Posted March 3, 2014
Did you know that children need good vision for proper physical development, academic success and overall well-being? That’s why it is important for children to have their eyes examined regularly to detect vision problems at an early age.
The American Optometric Association (AOA) reports that at least 5 percent to 10 percent of preschoolers and 25 percent of school-aged children have vision problems. These problems create complications when for the eyes try to send accurate and clear messages to the brain. If not detected early, some vision problems may be difficult to correct.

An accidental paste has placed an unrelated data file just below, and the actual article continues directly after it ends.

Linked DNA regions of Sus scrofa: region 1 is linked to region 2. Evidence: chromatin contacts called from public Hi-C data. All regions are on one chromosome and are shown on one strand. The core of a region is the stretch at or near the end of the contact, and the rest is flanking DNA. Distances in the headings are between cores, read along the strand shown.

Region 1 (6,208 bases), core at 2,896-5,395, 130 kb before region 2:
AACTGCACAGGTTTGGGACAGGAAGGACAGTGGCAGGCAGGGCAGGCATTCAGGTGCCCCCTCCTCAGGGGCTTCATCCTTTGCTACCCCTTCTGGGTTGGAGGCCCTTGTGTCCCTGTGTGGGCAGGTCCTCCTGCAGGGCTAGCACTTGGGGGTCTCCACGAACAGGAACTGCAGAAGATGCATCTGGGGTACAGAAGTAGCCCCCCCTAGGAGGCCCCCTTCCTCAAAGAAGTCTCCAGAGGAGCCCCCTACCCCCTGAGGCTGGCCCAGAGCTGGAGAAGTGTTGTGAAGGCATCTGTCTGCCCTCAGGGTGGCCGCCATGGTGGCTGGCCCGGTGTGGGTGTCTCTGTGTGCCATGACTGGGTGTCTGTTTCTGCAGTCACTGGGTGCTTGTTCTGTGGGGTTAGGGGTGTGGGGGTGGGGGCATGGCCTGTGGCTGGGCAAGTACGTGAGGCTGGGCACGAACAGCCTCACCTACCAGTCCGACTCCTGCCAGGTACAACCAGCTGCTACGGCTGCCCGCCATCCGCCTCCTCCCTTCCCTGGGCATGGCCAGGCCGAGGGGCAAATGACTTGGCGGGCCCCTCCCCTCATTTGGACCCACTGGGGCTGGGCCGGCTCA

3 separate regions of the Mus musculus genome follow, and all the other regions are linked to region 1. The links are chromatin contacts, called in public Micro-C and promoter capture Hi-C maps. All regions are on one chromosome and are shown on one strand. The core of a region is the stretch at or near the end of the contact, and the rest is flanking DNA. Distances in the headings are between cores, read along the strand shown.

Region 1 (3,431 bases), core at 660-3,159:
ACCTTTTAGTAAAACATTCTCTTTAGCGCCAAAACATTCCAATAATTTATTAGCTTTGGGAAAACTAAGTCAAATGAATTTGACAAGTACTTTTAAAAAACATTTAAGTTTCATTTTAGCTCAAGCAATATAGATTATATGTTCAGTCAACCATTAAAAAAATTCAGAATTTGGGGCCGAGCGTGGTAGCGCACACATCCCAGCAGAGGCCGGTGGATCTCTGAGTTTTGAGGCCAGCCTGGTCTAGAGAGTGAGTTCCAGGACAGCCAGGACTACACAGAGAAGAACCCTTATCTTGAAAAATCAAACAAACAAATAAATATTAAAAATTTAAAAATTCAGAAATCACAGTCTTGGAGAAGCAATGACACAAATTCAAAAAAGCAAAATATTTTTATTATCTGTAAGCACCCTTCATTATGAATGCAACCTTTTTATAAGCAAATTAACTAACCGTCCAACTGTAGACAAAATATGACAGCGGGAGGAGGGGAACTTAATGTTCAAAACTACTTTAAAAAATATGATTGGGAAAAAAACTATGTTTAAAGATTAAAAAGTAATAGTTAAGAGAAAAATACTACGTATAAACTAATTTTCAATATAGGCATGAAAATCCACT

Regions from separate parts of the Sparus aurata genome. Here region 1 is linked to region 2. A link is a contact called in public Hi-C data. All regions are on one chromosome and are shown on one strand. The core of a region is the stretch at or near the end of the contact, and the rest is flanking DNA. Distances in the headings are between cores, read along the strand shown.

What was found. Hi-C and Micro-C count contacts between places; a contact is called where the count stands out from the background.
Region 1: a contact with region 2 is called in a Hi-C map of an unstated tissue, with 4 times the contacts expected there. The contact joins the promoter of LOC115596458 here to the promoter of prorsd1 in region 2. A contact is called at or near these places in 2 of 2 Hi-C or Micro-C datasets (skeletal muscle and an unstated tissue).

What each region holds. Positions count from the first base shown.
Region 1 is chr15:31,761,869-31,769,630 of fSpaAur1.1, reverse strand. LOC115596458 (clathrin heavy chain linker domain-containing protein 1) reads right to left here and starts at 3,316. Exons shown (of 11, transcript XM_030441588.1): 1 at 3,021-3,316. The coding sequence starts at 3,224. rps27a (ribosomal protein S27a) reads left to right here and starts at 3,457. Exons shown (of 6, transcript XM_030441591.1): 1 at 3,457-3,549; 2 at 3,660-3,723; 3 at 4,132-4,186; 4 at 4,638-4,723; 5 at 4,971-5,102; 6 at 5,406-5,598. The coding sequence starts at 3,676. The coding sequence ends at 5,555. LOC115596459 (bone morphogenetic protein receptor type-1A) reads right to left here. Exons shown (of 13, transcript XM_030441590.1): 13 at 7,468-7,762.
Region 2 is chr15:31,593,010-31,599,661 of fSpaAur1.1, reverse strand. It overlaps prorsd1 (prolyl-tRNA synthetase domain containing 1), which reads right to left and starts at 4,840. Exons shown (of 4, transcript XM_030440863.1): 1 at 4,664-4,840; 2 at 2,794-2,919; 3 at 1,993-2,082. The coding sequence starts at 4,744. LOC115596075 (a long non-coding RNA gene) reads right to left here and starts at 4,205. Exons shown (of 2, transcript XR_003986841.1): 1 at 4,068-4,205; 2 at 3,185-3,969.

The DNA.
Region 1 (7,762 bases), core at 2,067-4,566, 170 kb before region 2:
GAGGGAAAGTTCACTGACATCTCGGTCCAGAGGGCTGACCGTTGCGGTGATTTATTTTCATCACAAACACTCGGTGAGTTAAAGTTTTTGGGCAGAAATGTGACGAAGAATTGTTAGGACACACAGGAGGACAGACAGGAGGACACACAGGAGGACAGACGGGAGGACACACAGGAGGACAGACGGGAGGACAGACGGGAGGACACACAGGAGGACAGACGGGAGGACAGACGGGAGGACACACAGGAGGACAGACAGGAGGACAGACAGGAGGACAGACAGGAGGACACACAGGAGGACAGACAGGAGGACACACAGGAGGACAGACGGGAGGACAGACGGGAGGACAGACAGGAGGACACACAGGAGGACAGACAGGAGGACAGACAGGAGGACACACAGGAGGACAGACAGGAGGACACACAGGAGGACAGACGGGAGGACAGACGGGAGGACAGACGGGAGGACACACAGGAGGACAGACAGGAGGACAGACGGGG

Eye exams help to ensure children develop these important vision skills:
- Hand-eye coordination
- Visual acuity
- Eye tracking
- Eye focusing
- Eye teaming
- Peripheral awareness
- Visual perception
The AOA recommends that children should have comprehensive eye exams by their pediatrician, family doctor, ophthalmologist or other qualified health professional at these ages:
- Before their first birthday – A series of tests will be conducted to ensure both eyes are developing correctly
- Between the ages of 3 and 3½ – Children’s vision and eye alignment will be assessed, as well as the ability to focus at far, middle and near distances; vision acuity tests may be conducted as well
- Before entering first grade – An ophthalmologist should check for vision acuity and alignment; depending on the screening results, the doctor will recommend follow-up exams every one or two years
Learn more about how kids’ vision affects their learning and performance.